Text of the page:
At the present day the struggle for existence has become so keen that it is no longer possible for the old theories about education to be followed. It was formerly held that education should be such as would widen the mind, enlarge one’s ideas and, on the whole, ennoble a man. Literary education, which is concerned with the study of literature, philosophy and the like, was cultivated to equip a man with these qualities. But broadmindedness and nobility of character are not sufficient by themselves to solve the bread problem. Education in modern times, therefore, should be of such a nature that it is both able to broaden the mind and to enable one to earn one’s living. The circumstances that exist today are such that mere literary education is not sufficient by itself. It requires to be supplemented by some other sort of education which is capable of bringing an income. Here comes the use and the necessity of scientific education.
Though scientific education is primarily concerned with the study of the sciences such as Physics, Chemistry, Botany, Biology and the like, it is in fact an education which gives a thorough grounding in the practical concerns of life. The study of science can never be perfect by a mere study of theories. The practical application of the theories must be learnt simultaneously. Whereas literary education only fills the mind with ideas, principles and theories, scientific education teaches a man to be practical, teaches us how to apply theories to practical things. Such a training is of immense value at the present day, for, without practical knowledge, it is impossible for one to make headway in the rapidly progressing world. Armed with practical knowledge, one can hold one’s own against all sorts of competition and earn a decent livelihood.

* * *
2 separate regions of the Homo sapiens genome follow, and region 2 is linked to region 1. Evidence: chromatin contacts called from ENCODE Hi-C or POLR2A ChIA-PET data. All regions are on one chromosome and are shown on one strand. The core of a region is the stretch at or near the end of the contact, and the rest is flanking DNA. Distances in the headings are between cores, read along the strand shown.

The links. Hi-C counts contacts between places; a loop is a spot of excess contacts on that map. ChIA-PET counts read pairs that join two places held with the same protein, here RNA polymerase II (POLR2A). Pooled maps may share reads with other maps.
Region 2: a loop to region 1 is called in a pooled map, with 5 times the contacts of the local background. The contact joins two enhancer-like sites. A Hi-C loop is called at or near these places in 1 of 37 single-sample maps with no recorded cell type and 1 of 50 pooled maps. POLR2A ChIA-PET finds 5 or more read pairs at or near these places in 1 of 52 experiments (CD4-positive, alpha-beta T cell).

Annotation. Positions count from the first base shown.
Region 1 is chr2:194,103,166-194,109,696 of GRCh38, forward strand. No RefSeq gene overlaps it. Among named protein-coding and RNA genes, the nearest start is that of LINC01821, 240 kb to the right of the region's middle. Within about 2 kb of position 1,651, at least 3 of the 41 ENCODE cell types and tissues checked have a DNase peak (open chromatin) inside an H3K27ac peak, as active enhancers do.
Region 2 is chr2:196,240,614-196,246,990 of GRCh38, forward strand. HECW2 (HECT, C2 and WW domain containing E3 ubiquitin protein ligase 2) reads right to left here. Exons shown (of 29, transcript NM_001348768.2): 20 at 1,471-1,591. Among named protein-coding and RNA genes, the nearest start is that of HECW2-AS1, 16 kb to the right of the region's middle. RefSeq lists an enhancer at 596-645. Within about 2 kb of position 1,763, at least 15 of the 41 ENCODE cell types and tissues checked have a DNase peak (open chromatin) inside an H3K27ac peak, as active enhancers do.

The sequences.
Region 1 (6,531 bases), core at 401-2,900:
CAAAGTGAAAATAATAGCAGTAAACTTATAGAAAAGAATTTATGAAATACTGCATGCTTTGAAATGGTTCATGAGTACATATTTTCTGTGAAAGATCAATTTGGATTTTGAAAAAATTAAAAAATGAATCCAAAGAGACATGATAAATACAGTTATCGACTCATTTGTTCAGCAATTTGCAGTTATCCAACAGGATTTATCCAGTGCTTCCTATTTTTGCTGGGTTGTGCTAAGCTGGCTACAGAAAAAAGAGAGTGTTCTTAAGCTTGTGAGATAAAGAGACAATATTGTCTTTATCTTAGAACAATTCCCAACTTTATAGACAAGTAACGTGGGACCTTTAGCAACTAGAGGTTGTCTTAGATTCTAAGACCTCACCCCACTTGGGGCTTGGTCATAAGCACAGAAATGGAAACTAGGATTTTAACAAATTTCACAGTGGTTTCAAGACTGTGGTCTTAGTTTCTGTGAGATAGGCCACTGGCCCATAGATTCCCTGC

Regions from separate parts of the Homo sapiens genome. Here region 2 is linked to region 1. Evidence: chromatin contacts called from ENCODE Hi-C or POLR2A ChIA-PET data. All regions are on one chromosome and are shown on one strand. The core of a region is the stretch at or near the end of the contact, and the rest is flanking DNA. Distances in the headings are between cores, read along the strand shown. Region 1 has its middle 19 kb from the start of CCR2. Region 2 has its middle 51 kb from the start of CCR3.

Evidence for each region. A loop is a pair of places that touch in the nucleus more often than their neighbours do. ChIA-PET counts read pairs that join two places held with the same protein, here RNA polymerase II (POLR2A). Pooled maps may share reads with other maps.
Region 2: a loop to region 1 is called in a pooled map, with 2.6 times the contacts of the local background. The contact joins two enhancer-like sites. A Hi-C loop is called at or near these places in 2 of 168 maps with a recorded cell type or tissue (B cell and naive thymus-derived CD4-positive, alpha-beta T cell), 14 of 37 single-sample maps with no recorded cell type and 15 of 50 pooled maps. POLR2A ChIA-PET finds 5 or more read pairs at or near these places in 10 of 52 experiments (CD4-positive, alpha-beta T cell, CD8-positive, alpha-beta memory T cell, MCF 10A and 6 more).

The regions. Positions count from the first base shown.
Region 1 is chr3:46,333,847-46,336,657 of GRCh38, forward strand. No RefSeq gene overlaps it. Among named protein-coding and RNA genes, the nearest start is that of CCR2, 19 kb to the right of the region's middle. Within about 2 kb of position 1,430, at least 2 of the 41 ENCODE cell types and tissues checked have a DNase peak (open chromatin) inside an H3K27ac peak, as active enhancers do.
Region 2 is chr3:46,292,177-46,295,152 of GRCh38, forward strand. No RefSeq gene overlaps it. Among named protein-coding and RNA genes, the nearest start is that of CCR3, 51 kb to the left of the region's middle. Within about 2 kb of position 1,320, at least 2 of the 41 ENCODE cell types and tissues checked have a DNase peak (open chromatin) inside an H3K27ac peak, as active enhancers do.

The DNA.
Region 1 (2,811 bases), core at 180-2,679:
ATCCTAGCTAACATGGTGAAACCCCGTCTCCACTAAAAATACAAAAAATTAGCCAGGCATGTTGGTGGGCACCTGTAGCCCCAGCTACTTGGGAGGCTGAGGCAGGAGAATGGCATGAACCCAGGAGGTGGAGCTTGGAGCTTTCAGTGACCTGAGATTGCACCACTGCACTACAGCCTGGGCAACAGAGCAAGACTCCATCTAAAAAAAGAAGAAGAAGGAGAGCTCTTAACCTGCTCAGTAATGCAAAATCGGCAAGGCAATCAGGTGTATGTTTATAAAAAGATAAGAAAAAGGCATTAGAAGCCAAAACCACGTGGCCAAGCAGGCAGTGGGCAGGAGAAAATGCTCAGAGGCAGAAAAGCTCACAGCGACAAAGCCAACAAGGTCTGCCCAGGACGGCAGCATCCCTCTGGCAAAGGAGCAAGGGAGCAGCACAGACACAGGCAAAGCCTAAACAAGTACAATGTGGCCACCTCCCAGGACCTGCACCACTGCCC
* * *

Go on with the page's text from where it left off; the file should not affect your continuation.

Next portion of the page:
Science has unlimited scope and is daily progressing. The modern world is undoubtedly a scientific world and , on account of this, it is making rapid progress. To march with the times, therefore, and not to be looked upon as a back number, and to be a useful member of the world, we essentially need scientific education. It will give us ample opportunities to bring our intellect and energy into full play, which in literary education, being limited in scope, would fail to give us. If we be energetic and fortunate, we might, by our scientific education, make valuable contributions. It would be idle to expect ourselves to be of any material benefit to the world with a literary education.
It should, however. be borne in mind that scientific education, being by its very nature confined to a particular branch of science, has the tendency to narrow the mental outlook. But this defect of scientific studies can be easily removed by using scientific education on a certain amount of literary education. The latter will be able to counteract the evils of specializing in a particular branch by widening the mind and upon this foundation the structure of scientific education should be based.